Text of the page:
Inventors use gravity to create safe, clean light

A light powered by gravity is GravityLight’s solution to the health and environmental hazards of kerosene lamps.

Light is an essential commodity – but for many, clean, affordable and reliable sources of light are unavailable. For some rural communities, kerosene lamps are the only viable source of light once the sun sets. But continuous exposure to kerosene fumes can lead to a number of illnesses, including dermatitis and respiratory irritation. Kerosene lamps are also considered to be an expensive fire hazard. One company aims to solve this problem with a force readily available to all – gravity.

GravityLight is a portable device that does not require electricity, a battery, or fuel to produce light.  The lamp is hung from a wall before its attached bag is filled with a heavy material like sand or rocks. The user then simply lifts the bag and lets it go. The weight slowly drops, pulling a notched belt through a series of gears to power a small motor, which powers the LED, generating light for about 25 minutes. Once the bag reaches the ground, users can simply lift it up again.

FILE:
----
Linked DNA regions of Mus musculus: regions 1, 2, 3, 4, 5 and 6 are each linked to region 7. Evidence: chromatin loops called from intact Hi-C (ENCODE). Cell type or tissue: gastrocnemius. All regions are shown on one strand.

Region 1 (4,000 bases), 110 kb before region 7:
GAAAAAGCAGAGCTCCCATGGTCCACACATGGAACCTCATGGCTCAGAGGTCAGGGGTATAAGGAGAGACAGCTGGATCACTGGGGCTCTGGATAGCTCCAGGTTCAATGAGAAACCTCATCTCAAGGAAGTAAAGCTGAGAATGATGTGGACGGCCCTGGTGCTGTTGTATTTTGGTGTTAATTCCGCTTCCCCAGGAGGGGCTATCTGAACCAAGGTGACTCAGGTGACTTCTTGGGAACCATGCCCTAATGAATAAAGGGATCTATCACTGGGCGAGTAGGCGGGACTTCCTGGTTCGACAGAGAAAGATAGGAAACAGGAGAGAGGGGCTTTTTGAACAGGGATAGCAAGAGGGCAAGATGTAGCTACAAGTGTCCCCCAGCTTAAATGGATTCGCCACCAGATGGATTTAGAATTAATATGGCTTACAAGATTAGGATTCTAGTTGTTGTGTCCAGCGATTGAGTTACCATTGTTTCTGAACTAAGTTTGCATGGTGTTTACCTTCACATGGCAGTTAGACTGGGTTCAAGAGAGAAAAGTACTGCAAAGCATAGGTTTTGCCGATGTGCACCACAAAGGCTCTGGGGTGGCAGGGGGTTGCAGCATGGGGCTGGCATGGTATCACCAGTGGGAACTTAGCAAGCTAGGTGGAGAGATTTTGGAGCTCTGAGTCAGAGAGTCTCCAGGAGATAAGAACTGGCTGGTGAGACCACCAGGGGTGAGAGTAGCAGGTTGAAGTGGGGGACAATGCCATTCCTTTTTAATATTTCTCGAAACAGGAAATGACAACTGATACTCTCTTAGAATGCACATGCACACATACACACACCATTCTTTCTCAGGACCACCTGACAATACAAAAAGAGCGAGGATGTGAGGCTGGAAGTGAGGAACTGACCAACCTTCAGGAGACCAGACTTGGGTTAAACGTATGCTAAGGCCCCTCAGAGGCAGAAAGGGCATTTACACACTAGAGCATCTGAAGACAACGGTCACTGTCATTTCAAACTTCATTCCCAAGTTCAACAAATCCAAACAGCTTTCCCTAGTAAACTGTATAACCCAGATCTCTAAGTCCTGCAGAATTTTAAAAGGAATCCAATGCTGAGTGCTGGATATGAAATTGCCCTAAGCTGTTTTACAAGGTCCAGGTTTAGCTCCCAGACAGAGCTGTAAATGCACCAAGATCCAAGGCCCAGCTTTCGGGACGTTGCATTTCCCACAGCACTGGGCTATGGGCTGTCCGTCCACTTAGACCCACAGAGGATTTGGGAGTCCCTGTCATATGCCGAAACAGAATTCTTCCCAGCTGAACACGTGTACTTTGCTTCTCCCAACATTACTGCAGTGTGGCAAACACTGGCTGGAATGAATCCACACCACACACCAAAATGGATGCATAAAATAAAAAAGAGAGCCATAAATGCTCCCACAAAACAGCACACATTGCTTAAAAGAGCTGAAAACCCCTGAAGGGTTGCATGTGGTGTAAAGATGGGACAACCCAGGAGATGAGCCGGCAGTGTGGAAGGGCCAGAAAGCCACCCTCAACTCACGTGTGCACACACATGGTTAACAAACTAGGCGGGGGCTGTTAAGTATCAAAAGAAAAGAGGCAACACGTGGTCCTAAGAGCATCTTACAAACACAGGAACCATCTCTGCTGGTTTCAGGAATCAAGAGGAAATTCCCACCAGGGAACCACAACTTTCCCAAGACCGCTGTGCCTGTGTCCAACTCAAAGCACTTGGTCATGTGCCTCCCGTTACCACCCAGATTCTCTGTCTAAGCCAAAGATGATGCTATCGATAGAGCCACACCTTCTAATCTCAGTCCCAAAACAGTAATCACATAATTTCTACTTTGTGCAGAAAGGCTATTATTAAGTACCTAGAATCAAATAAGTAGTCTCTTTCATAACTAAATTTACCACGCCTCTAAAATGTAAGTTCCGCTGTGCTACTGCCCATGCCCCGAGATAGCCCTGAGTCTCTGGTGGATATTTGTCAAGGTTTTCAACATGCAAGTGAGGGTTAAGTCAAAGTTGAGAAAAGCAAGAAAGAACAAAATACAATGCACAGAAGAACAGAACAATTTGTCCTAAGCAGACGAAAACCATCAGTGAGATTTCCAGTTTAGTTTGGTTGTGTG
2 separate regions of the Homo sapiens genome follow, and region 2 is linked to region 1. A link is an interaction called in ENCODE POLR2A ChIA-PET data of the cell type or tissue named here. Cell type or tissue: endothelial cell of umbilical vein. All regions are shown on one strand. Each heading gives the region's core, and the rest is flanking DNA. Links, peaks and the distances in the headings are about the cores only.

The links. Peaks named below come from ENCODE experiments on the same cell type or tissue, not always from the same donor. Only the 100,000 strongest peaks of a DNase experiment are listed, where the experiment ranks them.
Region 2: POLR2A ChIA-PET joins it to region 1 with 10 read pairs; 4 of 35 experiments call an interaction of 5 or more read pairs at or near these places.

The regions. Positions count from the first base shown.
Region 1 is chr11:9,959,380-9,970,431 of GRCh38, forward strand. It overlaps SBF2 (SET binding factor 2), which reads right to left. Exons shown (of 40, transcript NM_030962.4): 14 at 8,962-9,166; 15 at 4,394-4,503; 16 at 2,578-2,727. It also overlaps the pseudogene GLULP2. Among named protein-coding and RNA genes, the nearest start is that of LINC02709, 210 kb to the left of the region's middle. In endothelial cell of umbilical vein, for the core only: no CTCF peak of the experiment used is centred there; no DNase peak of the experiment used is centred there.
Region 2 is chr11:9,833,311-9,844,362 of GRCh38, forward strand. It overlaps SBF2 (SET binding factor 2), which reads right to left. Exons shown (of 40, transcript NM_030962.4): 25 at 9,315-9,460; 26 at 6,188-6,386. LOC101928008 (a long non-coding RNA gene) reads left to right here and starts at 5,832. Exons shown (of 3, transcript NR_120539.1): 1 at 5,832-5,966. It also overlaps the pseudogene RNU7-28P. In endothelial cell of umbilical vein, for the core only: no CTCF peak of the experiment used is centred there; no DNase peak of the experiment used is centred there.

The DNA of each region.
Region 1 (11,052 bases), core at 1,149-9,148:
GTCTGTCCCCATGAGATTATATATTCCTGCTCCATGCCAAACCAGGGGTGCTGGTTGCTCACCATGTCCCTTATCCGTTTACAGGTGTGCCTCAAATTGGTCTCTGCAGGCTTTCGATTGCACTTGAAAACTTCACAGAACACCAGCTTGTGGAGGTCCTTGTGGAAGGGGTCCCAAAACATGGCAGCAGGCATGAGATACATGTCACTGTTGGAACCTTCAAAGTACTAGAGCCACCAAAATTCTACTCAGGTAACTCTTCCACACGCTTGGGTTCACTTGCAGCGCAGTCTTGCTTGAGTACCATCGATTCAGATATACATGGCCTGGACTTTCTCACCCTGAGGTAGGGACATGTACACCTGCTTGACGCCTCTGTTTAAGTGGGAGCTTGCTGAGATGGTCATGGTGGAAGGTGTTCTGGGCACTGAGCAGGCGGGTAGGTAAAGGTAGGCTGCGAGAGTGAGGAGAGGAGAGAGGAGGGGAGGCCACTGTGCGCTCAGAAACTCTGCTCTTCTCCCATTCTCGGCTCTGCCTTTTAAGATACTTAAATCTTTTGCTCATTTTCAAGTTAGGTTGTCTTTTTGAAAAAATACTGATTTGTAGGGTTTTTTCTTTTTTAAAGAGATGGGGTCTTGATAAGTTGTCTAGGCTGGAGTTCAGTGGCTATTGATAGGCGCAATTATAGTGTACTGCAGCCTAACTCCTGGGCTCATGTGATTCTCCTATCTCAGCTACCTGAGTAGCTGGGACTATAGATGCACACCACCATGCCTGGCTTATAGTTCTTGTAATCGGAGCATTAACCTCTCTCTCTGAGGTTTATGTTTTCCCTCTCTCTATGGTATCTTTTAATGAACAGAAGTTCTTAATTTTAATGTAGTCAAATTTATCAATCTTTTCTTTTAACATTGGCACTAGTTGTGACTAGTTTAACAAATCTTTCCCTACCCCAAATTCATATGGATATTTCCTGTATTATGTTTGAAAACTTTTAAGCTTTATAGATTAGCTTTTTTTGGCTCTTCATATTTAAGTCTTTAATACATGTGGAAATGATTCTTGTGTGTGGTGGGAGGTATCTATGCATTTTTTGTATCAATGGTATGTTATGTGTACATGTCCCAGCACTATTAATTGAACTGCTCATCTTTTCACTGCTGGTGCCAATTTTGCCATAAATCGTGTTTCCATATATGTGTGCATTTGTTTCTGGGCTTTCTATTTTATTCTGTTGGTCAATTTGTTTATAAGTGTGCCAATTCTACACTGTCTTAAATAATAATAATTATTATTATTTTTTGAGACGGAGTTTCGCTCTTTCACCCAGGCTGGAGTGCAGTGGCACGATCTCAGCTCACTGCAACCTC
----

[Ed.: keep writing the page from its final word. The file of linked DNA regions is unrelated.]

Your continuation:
While the GravityLight illuminates a small section of the room, additional lights called SatLights can be attached to the main device and spread around the room or focused on a particular activity. Several of these SatLights can be daisy-chained around a room.

After conducting successful global trials with over 1300 families, GravityLight is expected to launch with Kenya as its hub: “As well as designing GravityLight to provide a clean, safe and affordable alternative to kerosene lamps, we also want to create local jobs, skills and livelihoods for those who make and sell GravityLights,” says the company.

“Although GravityLight will be available internationally, Kenya is a one of our launch markets for off-grid families. It represents a gateway to East Africa and has an emerging manufacturing industry, which we hope to help develop and grow.”

The product’s biggest drawback is its price. Coming in at around $10 each, it is out of reach for most struggling families, but according to the company, compared to the price of kerosene refills, the GravityLight would pay for itself in just a few months.

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